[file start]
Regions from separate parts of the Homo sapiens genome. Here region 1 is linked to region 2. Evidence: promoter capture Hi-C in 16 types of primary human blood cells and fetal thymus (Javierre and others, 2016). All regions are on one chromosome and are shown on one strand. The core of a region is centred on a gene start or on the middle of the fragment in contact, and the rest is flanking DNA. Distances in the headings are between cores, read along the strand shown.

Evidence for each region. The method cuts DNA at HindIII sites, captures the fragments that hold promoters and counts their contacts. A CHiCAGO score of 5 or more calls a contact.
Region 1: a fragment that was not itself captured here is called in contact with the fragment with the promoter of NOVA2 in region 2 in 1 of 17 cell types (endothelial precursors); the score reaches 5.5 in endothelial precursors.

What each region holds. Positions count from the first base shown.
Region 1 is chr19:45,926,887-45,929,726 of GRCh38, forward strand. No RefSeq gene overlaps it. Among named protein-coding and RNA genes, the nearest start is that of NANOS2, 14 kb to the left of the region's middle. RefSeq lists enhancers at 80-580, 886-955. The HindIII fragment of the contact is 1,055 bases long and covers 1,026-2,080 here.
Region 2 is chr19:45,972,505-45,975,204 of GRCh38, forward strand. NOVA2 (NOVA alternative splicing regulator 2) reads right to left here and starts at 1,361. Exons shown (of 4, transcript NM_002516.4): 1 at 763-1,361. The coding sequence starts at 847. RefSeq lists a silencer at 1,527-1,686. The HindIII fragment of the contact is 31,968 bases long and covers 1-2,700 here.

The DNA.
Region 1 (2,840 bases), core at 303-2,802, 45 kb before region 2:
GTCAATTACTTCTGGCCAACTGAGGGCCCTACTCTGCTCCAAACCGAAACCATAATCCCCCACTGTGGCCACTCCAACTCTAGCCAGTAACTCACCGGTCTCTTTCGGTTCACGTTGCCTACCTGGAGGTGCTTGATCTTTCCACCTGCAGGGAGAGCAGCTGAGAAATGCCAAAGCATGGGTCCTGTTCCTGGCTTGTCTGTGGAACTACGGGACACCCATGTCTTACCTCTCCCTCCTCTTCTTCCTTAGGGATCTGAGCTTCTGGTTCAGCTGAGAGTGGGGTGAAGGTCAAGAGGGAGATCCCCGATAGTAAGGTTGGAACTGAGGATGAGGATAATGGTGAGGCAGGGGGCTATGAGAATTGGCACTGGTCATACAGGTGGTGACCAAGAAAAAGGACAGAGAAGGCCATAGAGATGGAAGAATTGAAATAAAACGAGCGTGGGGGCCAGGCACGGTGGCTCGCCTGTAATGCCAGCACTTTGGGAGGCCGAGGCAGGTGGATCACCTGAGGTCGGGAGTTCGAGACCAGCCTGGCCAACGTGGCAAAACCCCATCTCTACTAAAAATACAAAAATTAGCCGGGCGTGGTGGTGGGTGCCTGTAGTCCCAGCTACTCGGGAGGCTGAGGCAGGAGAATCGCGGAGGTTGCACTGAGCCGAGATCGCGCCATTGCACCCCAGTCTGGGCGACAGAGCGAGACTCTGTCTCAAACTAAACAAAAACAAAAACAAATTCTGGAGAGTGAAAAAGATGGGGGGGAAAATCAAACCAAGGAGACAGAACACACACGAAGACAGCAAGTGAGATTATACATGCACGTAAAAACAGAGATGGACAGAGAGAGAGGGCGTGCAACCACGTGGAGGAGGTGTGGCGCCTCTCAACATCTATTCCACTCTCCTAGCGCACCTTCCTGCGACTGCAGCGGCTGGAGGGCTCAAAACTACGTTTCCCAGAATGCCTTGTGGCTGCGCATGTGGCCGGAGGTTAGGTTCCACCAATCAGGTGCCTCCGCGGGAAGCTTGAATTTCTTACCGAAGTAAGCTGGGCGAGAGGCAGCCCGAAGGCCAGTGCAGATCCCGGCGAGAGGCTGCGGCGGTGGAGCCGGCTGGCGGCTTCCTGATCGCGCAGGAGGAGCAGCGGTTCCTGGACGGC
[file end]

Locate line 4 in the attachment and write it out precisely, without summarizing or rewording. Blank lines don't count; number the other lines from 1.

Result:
What each region holds. Positions count from the first base shown.